• Prov 13:9 (NIV) The light of the righteous shines brightly, but the lamp of the wicked is snuffed out.

  • Isa 7:4 (NIV) Say to him, “Be careful, keep calm and don't be afraid. Do not lose heart because of these two smoldering stubs of firewood n because of the fierce anger of Rezin and Aram and of the son of Remaliah.”


Context in matthew

Context in Matthew

  • Also the context in Matthew suggests the wicked are in view rather than the weak.

  • 12:20b: That Jesus won’t crush “till he leads justice to victory” implies that he might crush them at that time, but won’t before then.

  • 12:17 (about fulfillment) connects the Isaiah quotation with vv 15-16, where Jesus withdraws from those plotting to kill him & damps down the publicity about his activities:

    • i.e., Jesus leaves his opponents room to respond, not forcing their hands before his hour has come.


Context in isaiah

Context in Isaiah

  • This also fits the context in Isaiah 42, though here it is more ambiguous.

  • The Isaiah context emphasizes the servant as one who “brings justice to the nations” (vv 1, 3, 4), which normally implies judicial or military action against the wicked.

  • But the servant’s procedure is unusual:

    • Not shouting, nor raising his voice in streets

    • Doesn’t break bruised reed or snuff smoldering wick.


My suggestion

My Suggestion

  • Both passages look at Jesus’ redemptive work, but the “till” clause gives a hint that he will not use force until the second coming.

  • This is characteristic of Jesus’ ministry, and is at least as important as the other suggestion of not crushing the weak.

  • Some examples:


Examples

Examples

  • God could have stopped Paul on the way to Damascus (Acts 9) by crushing him.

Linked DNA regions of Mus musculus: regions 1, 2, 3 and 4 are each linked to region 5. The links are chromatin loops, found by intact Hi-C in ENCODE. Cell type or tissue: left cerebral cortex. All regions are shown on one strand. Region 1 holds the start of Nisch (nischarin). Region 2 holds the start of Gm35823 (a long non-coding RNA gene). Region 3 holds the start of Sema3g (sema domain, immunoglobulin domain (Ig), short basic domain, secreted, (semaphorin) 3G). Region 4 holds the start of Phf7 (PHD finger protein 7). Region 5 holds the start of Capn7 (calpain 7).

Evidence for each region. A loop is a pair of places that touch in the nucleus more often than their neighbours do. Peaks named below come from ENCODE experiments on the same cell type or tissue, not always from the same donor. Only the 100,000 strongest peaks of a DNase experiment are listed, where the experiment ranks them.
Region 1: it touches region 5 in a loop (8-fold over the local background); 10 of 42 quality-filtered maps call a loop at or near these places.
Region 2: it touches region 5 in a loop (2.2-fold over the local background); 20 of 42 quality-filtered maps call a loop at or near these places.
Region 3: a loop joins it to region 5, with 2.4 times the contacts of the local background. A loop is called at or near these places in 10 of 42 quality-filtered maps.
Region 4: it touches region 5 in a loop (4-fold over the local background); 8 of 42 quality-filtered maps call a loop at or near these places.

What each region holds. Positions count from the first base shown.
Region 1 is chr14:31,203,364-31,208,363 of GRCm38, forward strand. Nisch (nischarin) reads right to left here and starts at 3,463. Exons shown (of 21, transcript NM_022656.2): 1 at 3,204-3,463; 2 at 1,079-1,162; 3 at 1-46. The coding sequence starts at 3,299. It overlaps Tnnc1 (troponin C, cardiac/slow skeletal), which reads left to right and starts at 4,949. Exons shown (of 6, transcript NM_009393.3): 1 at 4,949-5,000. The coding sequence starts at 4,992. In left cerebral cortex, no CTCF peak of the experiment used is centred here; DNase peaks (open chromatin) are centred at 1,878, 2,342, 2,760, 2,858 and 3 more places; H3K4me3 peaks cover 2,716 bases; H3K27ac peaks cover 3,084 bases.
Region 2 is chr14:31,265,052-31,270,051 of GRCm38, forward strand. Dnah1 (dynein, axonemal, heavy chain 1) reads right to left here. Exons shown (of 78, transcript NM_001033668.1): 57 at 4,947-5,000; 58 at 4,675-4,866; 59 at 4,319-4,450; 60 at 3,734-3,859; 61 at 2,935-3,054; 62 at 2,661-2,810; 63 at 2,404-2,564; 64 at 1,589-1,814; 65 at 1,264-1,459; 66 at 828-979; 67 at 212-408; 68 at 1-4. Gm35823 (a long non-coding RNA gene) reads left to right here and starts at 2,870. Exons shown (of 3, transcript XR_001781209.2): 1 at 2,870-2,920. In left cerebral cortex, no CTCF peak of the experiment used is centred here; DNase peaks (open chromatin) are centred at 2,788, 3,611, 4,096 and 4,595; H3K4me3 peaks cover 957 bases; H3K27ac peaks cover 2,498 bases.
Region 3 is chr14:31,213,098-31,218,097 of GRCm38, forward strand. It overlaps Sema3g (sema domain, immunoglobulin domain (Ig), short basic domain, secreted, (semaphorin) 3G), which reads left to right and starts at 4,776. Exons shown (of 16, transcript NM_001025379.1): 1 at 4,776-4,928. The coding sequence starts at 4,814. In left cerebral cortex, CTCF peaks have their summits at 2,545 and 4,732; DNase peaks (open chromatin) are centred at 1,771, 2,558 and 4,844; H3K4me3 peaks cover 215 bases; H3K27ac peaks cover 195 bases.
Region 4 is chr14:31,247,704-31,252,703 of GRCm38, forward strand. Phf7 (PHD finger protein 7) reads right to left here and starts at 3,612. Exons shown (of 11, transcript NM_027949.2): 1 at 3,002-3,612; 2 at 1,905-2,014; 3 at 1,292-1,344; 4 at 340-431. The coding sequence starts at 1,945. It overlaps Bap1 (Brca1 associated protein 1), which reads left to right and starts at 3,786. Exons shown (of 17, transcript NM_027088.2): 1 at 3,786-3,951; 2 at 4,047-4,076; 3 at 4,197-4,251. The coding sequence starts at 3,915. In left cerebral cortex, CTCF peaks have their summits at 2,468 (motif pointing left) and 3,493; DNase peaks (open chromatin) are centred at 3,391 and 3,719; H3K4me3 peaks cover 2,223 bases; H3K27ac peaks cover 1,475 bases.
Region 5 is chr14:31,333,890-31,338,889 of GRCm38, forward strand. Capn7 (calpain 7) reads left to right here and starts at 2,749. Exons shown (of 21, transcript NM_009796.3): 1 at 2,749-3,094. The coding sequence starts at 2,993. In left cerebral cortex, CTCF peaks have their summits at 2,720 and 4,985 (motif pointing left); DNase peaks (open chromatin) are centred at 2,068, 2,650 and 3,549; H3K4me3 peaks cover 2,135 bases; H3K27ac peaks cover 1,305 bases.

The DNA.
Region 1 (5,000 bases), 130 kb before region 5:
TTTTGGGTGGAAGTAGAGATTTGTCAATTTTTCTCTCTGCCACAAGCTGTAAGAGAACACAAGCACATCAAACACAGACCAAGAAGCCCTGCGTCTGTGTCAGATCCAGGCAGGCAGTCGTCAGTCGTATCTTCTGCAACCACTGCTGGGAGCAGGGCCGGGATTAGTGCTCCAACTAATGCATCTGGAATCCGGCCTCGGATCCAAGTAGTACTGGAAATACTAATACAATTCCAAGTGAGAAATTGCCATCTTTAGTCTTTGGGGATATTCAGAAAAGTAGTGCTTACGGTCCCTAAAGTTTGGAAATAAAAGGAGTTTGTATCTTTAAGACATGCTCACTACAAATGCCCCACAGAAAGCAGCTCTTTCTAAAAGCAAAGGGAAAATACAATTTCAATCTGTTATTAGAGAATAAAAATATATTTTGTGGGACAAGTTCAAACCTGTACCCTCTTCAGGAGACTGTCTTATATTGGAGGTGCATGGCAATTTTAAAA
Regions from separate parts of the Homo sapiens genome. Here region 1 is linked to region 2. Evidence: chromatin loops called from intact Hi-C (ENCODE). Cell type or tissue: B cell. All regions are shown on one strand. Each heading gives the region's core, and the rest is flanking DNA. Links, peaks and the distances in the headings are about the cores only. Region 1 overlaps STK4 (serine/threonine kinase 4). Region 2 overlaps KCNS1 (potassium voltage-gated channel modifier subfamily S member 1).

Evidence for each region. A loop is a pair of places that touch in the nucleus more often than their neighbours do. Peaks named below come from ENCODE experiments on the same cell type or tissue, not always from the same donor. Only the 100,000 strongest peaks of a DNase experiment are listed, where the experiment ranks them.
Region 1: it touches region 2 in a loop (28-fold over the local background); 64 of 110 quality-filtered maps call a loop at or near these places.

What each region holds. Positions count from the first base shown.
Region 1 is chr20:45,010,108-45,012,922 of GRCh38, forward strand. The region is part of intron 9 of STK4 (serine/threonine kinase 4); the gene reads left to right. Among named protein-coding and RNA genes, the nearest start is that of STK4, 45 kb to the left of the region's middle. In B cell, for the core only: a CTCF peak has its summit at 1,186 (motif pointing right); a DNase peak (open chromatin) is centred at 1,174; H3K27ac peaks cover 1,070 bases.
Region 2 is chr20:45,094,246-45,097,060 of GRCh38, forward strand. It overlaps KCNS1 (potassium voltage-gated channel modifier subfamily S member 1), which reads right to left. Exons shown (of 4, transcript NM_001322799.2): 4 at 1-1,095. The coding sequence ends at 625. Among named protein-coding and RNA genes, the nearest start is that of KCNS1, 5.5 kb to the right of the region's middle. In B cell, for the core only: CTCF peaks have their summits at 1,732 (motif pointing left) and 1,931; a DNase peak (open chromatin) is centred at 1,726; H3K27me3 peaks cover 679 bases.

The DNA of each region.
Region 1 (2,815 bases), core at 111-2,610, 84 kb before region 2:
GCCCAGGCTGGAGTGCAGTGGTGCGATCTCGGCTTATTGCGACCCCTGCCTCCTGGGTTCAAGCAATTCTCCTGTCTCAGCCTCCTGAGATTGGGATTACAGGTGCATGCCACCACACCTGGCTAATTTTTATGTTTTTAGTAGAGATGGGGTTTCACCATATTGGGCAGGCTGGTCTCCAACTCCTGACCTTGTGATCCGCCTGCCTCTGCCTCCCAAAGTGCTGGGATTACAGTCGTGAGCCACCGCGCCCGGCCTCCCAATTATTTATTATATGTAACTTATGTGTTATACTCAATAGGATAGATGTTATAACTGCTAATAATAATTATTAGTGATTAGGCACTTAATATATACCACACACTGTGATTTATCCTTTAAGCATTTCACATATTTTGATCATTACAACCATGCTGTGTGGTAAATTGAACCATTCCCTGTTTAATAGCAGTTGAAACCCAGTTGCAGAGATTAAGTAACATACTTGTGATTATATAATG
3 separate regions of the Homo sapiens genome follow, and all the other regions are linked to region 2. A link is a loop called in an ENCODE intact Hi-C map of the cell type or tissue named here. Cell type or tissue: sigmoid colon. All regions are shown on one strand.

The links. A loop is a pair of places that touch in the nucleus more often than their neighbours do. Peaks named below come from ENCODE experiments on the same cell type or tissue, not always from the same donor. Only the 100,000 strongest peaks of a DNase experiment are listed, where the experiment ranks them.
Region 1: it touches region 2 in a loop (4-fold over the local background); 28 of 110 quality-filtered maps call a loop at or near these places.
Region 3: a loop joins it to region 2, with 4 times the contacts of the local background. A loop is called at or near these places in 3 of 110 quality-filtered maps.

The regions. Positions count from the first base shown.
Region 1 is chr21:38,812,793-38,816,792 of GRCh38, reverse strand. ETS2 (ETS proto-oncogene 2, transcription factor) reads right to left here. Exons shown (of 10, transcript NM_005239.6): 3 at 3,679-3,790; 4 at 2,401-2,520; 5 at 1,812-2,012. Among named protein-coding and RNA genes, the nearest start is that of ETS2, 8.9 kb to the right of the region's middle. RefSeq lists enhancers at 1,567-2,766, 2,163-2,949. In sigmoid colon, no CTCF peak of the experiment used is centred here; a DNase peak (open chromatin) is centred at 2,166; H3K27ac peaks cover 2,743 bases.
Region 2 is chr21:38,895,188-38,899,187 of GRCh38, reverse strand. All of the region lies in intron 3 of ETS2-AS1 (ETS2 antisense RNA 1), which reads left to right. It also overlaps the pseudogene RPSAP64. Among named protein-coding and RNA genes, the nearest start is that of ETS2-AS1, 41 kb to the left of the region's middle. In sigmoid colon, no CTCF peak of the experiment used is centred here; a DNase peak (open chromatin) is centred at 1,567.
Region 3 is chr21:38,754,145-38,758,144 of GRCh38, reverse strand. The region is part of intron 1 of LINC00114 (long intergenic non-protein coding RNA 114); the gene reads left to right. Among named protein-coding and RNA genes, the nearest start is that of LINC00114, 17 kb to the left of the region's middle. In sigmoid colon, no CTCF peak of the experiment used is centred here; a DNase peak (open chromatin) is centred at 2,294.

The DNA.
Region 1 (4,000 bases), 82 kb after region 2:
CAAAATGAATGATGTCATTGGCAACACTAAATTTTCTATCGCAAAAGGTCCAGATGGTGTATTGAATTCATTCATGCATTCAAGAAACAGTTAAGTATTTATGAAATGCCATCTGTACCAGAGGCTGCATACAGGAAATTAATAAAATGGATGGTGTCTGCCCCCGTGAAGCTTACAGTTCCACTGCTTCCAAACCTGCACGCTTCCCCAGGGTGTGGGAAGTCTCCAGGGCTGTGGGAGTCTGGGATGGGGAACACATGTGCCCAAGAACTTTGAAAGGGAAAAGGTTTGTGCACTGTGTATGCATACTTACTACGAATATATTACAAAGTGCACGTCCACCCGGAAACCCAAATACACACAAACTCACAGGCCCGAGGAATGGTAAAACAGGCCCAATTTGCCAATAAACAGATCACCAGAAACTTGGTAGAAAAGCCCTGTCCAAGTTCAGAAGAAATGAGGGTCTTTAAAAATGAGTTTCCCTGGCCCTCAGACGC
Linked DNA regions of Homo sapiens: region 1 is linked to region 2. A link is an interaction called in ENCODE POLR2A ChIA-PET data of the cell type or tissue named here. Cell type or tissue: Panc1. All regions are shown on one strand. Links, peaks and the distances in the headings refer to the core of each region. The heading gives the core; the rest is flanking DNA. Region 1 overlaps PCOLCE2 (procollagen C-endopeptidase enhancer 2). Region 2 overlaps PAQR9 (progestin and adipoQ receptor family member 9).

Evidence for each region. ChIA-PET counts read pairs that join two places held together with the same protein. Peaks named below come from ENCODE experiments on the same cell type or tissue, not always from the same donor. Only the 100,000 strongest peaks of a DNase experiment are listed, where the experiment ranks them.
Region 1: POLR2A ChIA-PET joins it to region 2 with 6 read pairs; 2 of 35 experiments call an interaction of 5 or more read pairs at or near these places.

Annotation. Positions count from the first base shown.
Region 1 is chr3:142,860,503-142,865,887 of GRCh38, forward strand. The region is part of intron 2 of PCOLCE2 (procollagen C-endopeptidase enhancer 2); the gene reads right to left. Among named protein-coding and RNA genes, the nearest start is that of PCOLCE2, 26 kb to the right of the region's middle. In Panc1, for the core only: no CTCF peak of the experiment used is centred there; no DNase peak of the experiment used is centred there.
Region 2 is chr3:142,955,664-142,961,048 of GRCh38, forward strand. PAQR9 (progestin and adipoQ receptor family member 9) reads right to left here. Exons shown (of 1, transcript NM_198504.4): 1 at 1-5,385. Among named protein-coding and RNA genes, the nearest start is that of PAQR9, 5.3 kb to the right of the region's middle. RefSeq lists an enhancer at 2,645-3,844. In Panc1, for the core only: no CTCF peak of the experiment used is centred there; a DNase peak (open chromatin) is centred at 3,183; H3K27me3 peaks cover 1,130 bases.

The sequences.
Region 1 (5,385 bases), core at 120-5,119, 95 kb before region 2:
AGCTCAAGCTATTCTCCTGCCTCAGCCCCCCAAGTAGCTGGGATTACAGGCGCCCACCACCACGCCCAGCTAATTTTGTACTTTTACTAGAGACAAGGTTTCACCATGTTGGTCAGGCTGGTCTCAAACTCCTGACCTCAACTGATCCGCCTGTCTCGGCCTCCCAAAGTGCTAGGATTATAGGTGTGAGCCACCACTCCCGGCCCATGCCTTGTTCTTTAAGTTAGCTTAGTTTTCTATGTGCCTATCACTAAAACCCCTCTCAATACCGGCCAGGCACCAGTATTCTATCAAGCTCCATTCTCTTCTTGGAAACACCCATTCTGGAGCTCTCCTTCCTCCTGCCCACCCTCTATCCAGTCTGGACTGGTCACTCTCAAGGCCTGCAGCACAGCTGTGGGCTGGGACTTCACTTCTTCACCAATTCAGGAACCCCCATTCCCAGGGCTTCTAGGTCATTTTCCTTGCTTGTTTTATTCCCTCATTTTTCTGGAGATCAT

• As he did Pharoah at the Red Sea,

    • Or the troops coming to arrest Elijah (2 Kings 1).

  • Instead he redeems Paul so that he becomes one of His servants.


Examples1

Examples

  • Jesus rebukes James and John for wanting to call down fire on the inhospitable Samaritans (Luke 9:51-56).

  • Jesus stops Peter from fighting when the soldiers come to arrest him (Matthew 26 and parallels).


Application for us

Application for Us


God s agenda

God’s Agenda

  • As God’s servants, we are to be little models of Christ.

  • As such, our agenda is to be God’s:

    • In this age, the work of redemption.

  • We are bringing justice

    • Not by demanding our rights,

    • But by giving them up in such a way that wicked people may be redeemed.


Our response to mistreatment

Our Response to Mistreatment

  • This is the rationale behind Jesus’ commands in Matthew 5:38-48, which otherwise seem so unrealistic:

    • Turn the other cheek

    • Give him your cloak also

    • Go the second mile

    • Love your enemies

    • Pray for your persecutors


Matthew 5 38 42

Matthew 5:38-42

38 (NIV) You have heard that it was said, “Eye for eye, and tooth for tooth.” 39 But I tell you, Do not resist an evil person. If someone strikes you on the right cheek, turn to him the other also. 40 And if someone wants to sue you and take your tunic, let him have your cloak as well. 41 If someone forces you to go one mile, go with him two miles. 42 Give to the one who asks you, and do not turn away from the one who wants to borrow from you.


Matthew 5 43 48

Matthew 5:43-48

Matt 5:43 (NIV) You have heard that it was said, “Love your neighbor and hate your enemy.” 44 But I tell you: Love your enemies and pray for those who persecute you, 45 that you may be sons of your Father in heaven… 46 If you love those who love you, what reward will you get? Are not even the tax collectors doing that? 47 And if you greet only your brothers, what are you doing more than others? Do not even pagans do that? 48 Be perfect, therefore, as your heavenly Father is perfect.


Modelling jesus

May we, like Jesus, not crush the bruised reed nor snuff out the smoldering wick.

Modelling Jesus


The end

The End